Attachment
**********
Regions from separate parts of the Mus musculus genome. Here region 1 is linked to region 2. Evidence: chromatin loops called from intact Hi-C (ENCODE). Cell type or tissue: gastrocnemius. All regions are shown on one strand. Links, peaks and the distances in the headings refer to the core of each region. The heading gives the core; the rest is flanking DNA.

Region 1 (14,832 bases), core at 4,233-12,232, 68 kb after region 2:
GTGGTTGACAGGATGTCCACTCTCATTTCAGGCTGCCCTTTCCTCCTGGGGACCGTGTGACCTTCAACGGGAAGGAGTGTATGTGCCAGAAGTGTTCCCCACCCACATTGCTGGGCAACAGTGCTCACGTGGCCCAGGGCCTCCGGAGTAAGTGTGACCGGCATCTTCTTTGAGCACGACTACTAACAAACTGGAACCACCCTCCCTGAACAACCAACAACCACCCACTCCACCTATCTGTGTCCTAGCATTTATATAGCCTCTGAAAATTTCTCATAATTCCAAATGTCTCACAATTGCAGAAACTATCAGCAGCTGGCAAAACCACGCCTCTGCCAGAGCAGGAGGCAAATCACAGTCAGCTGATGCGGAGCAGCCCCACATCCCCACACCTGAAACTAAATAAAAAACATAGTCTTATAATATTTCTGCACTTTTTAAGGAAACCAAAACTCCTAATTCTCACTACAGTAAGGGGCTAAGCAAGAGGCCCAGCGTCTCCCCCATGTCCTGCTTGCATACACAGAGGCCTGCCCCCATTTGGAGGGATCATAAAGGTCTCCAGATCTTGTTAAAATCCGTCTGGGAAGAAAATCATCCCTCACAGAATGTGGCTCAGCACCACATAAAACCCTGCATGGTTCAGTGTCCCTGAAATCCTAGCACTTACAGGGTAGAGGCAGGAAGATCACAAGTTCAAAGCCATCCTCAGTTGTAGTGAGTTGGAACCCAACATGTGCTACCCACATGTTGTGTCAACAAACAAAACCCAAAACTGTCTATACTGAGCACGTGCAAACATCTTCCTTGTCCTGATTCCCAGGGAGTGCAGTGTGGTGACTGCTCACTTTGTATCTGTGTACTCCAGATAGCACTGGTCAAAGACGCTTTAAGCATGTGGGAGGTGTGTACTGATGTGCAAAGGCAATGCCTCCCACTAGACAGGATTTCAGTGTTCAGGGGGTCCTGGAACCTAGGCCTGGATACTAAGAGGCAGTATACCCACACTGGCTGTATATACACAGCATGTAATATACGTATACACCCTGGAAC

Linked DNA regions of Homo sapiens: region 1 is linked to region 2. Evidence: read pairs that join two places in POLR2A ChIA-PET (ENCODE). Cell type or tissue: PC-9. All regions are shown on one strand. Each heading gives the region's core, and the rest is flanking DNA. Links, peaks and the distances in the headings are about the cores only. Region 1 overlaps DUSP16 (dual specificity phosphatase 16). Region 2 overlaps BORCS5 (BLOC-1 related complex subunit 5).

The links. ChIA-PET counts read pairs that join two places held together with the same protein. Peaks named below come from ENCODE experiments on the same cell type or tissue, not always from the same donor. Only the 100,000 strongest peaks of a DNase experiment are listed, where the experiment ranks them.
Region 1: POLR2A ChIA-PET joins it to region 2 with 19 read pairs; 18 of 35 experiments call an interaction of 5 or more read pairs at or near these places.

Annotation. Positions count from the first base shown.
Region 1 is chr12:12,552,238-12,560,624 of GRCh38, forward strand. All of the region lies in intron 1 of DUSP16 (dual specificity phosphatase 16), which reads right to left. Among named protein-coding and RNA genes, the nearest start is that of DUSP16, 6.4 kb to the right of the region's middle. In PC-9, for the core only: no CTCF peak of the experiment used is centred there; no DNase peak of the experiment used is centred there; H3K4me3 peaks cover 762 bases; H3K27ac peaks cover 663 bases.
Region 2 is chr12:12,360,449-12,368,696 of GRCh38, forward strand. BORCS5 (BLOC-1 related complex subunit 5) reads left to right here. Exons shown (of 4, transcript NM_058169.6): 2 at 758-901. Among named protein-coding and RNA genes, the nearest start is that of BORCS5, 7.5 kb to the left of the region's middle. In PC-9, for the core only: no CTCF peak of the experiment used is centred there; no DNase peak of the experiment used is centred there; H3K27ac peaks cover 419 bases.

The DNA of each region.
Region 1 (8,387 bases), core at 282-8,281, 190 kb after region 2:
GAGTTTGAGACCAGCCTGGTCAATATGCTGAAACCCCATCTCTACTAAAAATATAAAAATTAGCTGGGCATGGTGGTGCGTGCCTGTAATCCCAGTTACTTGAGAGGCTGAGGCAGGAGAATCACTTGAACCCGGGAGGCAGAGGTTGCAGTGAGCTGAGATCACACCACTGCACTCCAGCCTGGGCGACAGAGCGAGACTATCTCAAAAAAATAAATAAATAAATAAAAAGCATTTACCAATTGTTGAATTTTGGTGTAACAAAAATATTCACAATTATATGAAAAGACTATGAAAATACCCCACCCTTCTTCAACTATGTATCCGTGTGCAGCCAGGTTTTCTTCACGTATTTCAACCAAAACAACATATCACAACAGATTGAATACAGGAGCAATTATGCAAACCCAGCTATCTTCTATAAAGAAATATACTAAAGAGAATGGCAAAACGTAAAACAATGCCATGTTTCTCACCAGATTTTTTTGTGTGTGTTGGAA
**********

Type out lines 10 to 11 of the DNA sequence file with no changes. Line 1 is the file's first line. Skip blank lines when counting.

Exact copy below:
The DNA of each region.
Region 1 (8,387 bases), core at 282-8,281, 190 kb after region 2: